In medieval England magic was a service industry used by rich and poor alike

Interesting article by Tabitha Stanmore of Univ of Bristol.

Magic is a universal phenomenon. Every society in every age has carried some system of belief and in every society there have been those who claim the ability to harness or manipulate the supernatural powers behind it. Even today, magic subtly pervades our lives – some of us have charms we wear to exams or interviews and others nod at lone magpies to ward off bad luck. Iceland has a government-recognised elf-whisperer, who claims the ability to see, speak to, and negotiate with the supernatural creatures still believed to live in Iceland’s landscape.

While today we might write this off as an overactive imagination or the stuff of fantasy, in the medieval period magic was widely accepted to be very real. A spell or charm could change a person’s life: sometimes for the worse, as with curses – but equally, if not more often, for the better.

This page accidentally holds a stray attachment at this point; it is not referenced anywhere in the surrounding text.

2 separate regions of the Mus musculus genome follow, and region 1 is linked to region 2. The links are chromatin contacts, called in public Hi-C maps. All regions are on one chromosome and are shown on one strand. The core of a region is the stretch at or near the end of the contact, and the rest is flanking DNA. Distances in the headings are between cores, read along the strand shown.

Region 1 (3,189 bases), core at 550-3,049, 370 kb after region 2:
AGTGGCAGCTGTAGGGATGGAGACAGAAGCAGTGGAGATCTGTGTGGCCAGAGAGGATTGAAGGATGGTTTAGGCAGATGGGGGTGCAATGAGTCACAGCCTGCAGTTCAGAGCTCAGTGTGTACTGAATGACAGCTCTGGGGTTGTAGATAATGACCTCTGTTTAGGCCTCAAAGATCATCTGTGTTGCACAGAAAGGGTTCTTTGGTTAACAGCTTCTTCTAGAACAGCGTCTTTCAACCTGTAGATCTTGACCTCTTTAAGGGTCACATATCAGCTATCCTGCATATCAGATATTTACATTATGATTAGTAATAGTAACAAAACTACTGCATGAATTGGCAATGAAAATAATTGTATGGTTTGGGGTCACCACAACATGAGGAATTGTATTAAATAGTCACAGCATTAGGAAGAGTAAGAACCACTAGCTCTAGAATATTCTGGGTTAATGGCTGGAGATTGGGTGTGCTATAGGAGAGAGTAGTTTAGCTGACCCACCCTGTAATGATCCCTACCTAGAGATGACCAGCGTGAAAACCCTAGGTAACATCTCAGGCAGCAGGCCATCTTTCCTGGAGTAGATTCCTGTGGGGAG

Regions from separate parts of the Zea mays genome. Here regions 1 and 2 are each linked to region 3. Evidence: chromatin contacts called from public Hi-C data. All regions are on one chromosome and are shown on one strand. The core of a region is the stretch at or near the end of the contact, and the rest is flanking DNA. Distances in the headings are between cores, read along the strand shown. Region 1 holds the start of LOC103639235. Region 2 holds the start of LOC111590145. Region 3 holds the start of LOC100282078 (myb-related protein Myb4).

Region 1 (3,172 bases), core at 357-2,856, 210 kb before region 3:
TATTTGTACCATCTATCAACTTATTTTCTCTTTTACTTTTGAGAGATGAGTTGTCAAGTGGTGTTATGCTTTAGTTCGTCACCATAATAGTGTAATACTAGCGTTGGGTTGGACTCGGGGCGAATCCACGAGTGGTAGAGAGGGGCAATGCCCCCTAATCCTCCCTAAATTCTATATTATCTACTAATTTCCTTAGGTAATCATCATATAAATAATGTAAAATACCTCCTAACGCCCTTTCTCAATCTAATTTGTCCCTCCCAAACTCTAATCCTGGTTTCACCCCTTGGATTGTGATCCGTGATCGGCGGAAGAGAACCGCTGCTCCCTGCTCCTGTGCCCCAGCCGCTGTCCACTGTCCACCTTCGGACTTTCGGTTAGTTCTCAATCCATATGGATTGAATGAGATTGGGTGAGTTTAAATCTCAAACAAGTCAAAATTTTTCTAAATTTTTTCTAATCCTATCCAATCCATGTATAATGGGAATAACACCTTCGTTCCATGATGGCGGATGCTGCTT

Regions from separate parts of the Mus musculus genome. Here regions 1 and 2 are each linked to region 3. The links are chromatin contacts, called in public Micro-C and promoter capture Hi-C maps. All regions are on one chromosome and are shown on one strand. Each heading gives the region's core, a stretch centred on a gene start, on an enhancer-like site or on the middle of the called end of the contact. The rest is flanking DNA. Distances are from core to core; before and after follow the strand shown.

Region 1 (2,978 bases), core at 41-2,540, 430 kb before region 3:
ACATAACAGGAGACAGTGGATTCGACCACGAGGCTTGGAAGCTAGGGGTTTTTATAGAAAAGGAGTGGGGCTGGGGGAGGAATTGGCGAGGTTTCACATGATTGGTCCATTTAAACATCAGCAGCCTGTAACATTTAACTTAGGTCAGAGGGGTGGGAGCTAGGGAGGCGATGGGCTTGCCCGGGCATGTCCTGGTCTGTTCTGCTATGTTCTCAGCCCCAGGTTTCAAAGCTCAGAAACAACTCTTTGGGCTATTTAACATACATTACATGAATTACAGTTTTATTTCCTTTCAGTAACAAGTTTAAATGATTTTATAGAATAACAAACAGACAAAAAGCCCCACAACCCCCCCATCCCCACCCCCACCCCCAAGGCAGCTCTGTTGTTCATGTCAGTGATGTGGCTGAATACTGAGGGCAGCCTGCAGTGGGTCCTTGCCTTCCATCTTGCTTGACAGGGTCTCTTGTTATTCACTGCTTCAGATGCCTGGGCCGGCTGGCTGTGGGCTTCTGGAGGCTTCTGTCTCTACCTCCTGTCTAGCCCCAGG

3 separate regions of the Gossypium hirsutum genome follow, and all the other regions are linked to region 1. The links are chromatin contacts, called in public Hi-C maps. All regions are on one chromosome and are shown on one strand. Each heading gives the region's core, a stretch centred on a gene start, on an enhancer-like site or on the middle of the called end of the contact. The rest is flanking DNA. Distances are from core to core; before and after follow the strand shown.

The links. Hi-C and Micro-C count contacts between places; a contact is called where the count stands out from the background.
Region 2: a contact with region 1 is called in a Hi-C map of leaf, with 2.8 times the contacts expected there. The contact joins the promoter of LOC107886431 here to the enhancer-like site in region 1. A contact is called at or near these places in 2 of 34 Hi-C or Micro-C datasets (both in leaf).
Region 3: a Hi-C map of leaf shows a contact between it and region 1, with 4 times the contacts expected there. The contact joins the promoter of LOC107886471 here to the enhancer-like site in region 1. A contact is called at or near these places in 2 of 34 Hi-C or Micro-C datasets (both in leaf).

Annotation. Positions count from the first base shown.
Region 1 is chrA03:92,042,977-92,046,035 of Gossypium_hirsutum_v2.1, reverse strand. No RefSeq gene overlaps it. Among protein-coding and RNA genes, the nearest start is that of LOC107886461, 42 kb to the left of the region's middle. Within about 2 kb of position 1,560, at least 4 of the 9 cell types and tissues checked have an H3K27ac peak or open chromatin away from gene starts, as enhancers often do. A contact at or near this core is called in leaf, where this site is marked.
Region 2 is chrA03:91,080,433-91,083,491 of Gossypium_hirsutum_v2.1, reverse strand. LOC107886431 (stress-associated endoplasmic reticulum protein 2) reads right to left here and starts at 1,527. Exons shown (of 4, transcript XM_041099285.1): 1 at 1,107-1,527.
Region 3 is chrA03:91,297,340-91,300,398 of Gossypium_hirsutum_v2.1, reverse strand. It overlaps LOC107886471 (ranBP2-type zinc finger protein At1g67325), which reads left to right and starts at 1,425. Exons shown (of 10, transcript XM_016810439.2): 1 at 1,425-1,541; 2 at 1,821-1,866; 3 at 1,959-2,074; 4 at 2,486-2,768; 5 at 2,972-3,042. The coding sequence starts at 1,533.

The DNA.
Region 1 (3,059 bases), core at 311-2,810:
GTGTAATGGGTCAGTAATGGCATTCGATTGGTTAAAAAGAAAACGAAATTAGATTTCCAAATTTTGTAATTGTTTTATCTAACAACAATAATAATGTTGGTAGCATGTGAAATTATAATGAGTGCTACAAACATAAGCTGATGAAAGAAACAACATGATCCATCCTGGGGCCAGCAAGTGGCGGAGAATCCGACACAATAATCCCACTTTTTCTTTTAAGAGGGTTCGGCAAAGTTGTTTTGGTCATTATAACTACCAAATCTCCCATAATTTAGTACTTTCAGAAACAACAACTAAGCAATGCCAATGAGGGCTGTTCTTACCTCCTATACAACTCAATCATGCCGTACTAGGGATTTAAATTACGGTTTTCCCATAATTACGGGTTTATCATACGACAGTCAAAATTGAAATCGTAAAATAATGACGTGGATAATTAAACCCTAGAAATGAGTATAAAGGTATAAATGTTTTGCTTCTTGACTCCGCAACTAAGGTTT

Magic was understood to be capable of doing a range of things, from the marvellous to the surprisingly mundane. At the mundane end, magic spells were in many ways little more than a tool. They were used to find lost objects, inspire love, predict the future, heal illnesses and discover buried treasure. In this way, magic provided solutions to everyday problems, especially problems that could not be solved through other means.

This all may sound far-fetched: magic was against the law – and surely most people would neither tolerate nor believe in it? The answer is no on both counts. Magic did not become a secular crime until the Act against Witchcraft and Conjurations in 1542. Before then it was only counted as a moral misdemeanour and was policed by the church. And, unless magic was used to cause harm – for example, attempted murder (see below) – the church was not especially concerned. Often it was simply treated as a form of superstition. As the church did not have the authority to mete out corporal punishments, magic was normally punished by fines or, in extreme cases, public penance and a stint in the pillory.

Changing nature of services industry..:-)

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